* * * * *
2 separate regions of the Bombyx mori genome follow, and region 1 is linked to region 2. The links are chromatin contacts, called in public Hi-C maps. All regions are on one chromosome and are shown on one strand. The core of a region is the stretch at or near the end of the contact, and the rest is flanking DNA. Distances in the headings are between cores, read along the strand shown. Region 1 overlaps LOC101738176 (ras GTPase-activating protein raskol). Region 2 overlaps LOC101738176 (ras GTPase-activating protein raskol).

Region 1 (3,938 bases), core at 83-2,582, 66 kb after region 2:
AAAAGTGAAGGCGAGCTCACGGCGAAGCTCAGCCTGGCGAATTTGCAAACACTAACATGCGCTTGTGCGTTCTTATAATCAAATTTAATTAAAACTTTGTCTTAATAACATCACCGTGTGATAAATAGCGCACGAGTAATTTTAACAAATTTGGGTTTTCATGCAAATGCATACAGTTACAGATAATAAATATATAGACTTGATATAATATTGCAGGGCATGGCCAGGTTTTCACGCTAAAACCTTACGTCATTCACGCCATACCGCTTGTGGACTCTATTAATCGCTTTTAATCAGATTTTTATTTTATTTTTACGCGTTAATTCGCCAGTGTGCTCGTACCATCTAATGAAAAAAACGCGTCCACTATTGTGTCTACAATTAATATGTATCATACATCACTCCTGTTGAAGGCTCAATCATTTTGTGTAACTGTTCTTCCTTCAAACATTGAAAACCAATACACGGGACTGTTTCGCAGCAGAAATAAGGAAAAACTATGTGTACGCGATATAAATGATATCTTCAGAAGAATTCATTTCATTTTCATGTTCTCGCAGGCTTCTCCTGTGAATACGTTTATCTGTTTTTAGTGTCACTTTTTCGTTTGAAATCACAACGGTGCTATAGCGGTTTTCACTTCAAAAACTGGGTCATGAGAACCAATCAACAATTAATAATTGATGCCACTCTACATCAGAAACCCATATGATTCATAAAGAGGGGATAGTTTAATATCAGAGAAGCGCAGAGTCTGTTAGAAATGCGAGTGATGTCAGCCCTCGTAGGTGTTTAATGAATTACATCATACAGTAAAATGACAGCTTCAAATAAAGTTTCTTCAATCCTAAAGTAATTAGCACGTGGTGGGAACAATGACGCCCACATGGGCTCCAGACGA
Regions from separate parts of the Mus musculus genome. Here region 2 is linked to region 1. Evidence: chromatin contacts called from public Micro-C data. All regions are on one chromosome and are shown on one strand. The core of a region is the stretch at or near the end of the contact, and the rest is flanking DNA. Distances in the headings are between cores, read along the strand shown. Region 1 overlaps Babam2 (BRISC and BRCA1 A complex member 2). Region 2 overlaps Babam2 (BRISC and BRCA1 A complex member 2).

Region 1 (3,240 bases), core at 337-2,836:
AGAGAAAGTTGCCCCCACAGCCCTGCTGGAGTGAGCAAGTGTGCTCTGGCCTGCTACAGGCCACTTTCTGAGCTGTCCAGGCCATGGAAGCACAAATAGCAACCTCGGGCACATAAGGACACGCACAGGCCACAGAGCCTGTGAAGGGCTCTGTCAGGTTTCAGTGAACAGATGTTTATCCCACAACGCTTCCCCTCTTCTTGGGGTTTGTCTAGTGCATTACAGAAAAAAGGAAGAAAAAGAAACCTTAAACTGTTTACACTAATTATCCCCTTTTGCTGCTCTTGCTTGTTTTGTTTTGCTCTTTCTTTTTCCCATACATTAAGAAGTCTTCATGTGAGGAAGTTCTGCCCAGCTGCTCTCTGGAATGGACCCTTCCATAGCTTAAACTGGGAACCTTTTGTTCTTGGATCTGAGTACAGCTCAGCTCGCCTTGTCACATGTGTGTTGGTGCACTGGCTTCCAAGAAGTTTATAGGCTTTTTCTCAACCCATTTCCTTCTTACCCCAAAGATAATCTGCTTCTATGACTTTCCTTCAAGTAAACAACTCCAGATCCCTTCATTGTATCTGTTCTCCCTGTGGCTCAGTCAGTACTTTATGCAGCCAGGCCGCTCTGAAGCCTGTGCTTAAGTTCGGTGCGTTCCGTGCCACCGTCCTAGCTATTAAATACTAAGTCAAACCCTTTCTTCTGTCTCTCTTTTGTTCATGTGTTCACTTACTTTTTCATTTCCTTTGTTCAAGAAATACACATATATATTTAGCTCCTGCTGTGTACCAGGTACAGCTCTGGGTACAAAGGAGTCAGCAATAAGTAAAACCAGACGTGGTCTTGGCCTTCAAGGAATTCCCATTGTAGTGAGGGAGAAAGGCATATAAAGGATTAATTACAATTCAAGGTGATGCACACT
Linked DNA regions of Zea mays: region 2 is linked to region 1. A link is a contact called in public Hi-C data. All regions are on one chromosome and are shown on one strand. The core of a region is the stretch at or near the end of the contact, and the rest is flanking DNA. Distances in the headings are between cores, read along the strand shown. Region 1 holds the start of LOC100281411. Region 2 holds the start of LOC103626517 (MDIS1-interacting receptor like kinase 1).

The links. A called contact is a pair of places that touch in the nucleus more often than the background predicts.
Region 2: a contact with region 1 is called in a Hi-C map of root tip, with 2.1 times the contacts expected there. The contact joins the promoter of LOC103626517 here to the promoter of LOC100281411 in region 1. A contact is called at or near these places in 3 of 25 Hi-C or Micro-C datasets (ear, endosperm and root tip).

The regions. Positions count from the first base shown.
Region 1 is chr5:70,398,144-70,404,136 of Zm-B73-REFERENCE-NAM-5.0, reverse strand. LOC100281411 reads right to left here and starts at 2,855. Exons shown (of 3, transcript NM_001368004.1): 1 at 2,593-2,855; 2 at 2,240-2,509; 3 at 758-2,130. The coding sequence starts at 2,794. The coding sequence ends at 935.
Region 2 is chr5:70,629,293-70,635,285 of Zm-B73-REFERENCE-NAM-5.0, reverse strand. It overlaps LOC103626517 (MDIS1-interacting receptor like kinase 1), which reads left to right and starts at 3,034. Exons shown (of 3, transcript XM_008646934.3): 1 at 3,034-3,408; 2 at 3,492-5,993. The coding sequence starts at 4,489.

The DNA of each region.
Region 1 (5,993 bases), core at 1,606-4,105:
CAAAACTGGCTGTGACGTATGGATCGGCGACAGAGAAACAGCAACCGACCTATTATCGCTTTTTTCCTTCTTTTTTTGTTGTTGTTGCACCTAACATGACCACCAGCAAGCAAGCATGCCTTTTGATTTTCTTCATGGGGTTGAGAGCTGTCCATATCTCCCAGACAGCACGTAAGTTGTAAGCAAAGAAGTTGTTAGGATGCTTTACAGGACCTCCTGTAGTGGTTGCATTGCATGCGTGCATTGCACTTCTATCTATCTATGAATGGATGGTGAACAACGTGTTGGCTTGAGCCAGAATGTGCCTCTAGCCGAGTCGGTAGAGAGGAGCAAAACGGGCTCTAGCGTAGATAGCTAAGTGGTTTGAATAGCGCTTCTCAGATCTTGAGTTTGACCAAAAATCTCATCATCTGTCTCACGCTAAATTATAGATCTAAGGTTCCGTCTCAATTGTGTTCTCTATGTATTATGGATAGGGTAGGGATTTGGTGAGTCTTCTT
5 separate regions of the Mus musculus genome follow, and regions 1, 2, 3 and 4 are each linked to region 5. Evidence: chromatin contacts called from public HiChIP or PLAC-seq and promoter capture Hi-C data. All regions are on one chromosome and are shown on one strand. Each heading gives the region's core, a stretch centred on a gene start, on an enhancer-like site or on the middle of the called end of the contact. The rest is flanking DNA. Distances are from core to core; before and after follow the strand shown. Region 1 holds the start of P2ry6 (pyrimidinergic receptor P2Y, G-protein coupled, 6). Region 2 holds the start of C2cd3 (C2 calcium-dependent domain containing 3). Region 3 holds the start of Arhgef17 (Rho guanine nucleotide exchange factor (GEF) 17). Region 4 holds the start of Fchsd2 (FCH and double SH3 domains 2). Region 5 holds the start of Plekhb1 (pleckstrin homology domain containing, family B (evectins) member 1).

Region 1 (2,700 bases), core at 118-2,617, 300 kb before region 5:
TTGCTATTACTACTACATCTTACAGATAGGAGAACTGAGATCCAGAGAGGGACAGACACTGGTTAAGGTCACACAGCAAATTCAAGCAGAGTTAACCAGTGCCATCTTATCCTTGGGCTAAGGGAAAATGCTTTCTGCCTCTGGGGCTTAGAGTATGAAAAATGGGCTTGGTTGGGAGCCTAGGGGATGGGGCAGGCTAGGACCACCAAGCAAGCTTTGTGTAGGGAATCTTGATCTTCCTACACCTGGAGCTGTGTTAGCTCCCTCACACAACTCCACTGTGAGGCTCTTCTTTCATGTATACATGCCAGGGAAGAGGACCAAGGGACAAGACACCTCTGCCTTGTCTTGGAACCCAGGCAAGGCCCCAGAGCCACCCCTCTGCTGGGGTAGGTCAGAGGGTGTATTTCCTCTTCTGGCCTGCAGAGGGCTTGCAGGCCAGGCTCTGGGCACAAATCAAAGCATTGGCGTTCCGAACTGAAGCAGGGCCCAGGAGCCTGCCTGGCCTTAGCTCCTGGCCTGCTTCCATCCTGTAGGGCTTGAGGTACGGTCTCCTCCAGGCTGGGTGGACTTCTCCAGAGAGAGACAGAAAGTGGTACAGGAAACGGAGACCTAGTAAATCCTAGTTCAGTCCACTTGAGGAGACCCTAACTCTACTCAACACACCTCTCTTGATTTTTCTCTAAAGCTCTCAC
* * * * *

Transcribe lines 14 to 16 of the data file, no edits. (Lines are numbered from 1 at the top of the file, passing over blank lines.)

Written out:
Region 1 (5,993 bases), core at 1,606-4,105:
CAAAACTGGCTGTGACGTATGGATCGGCGACAGAGAAACAGCAACCGACCTATTATCGCTTTTTTCCTTCTTTTTTTGTTGTTGTTGCACCTAACATGACCACCAGCAAGCAAGCATGCCTTTTGATTTTCTTCATGGGGTTGAGAGCTGTCCATATCTCCCAGACAGCACGTAAGTTGTAAGCAAAGAAGTTGTTAGGATGCTTTACAGGACCTCCTGTAGTGGTTGCATTGCATGCGTGCATTGCACTTCTATCTATCTATGAATGGATGGTGAACAACGTGTTGGCTTGAGCCAGAATGTGCCTCTAGCCGAGTCGGTAGAGAGGAGCAAAACGGGCTCTAGCGTAGATAGCTAAGTGGTTTGAATAGCGCTTCTCAGATCTTGAGTTTGACCAAAAATCTCATCATCTGTCTCACGCTAAATTATAGATCTAAGGTTCCGTCTCAATTGTGTTCTCTATGTATTATGGATAGGGTAGGGATTTGGTGAGTCTTCTT
5 separate regions of the Mus musculus genome follow, and regions 1, 2, 3 and 4 are each linked to region 5. Evidence: chromatin contacts called from public HiChIP or PLAC-seq and promoter capture Hi-C data. All regions are on one chromosome and are shown on one strand. Each heading gives the region's core, a stretch centred on a gene start, on an enhancer-like site or on the middle of the called end of the contact. The rest is flanking DNA. Distances are from core to core; before and after follow the strand shown. Region 1 holds the start of P2ry6 (pyrimidinergic receptor P2Y, G-protein coupled, 6). Region 2 holds the start of C2cd3 (C2 calcium-dependent domain containing 3). Region 3 holds the start of Arhgef17 (Rho guanine nucleotide exchange factor (GEF) 17). Region 4 holds the start of Fchsd2 (FCH and double SH3 domains 2). Region 5 holds the start of Plekhb1 (pleckstrin homology domain containing, family B (evectins) member 1).